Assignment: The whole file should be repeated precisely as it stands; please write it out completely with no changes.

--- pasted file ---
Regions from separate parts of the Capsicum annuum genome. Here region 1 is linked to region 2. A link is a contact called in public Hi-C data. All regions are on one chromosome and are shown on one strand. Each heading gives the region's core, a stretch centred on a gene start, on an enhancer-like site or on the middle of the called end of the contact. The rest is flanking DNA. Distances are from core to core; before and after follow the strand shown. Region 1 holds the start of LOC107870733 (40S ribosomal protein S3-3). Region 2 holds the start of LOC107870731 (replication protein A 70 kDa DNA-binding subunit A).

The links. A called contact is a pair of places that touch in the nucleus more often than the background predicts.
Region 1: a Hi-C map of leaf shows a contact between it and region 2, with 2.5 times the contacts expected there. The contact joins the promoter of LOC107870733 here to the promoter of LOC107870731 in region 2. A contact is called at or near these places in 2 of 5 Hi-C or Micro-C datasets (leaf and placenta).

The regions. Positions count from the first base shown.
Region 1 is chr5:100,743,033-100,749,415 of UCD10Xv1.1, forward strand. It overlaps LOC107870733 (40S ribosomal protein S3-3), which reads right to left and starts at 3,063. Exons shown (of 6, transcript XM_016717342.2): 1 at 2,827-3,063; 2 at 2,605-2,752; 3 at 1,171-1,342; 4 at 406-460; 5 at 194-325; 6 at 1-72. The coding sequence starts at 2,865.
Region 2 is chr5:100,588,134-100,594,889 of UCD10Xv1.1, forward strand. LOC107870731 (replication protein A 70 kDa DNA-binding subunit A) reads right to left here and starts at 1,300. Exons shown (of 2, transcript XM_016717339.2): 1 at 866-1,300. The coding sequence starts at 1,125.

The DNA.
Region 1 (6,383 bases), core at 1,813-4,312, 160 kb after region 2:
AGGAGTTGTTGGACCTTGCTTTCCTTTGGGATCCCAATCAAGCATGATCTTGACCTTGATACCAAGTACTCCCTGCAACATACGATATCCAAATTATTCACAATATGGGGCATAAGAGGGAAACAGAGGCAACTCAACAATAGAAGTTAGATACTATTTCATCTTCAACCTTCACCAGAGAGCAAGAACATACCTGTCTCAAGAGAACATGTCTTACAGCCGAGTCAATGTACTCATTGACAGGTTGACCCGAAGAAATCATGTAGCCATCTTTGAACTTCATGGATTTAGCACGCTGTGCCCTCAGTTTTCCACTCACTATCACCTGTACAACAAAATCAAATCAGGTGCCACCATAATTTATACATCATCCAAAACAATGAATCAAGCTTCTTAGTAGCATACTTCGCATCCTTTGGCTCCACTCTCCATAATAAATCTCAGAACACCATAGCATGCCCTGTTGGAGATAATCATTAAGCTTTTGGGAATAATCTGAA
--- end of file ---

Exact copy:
Regions from separate parts of the Capsicum annuum genome. Here region 1 is linked to region 2. A link is a contact called in public Hi-C data. All regions are on one chromosome and are shown on one strand. Each heading gives the region's core, a stretch centred on a gene start, on an enhancer-like site or on the middle of the called end of the contact. The rest is flanking DNA. Distances are from core to core; before and after follow the strand shown. Region 1 holds the start of LOC107870733 (40S ribosomal protein S3-3). Region 2 holds the start of LOC107870731 (replication protein A 70 kDa DNA-binding subunit A).

The links. A called contact is a pair of places that touch in the nucleus more often than the background predicts.
Region 1: a Hi-C map of leaf shows a contact between it and region 2, with 2.5 times the contacts expected there. The contact joins the promoter of LOC107870733 here to the promoter of LOC107870731 in region 2. A contact is called at or near these places in 2 of 5 Hi-C or Micro-C datasets (leaf and placenta).

The regions. Positions count from the first base shown.
Region 1 is chr5:100,743,033-100,749,415 of UCD10Xv1.1, forward strand. It overlaps LOC107870733 (40S ribosomal protein S3-3), which reads right to left and starts at 3,063. Exons shown (of 6, transcript XM_016717342.2): 1 at 2,827-3,063; 2 at 2,605-2,752; 3 at 1,171-1,342; 4 at 406-460; 5 at 194-325; 6 at 1-72. The coding sequence starts at 2,865.
Region 2 is chr5:100,588,134-100,594,889 of UCD10Xv1.1, forward strand. LOC107870731 (replication protein A 70 kDa DNA-binding subunit A) reads right to left here and starts at 1,300. Exons shown (of 2, transcript XM_016717339.2): 1 at 866-1,300. The coding sequence starts at 1,125.

The DNA.
Region 1 (6,383 bases), core at 1,813-4,312, 160 kb after region 2:
AGGAGTTGTTGGACCTTGCTTTCCTTTGGGATCCCAATCAAGCATGATCTTGACCTTGATACCAAGTACTCCCTGCAACATACGATATCCAAATTATTCACAATATGGGGCATAAGAGGGAAACAGAGGCAACTCAACAATAGAAGTTAGATACTATTTCATCTTCAACCTTCACCAGAGAGCAAGAACATACCTGTCTCAAGAGAACATGTCTTACAGCCGAGTCAATGTACTCATTGACAGGTTGACCCGAAGAAATCATGTAGCCATCTTTGAACTTCATGGATTTAGCACGCTGTGCCCTCAGTTTTCCACTCACTATCACCTGTACAACAAAATCAAATCAGGTGCCACCATAATTTATACATCATCCAAAACAATGAATCAAGCTTCTTAGTAGCATACTTCGCATCCTTTGGCTCCACTCTCCATAATAAATCTCAGAACACCATAGCATGCCCTGTTGGAGATAATCATTAAGCTTTTGGGAATAATCTGAA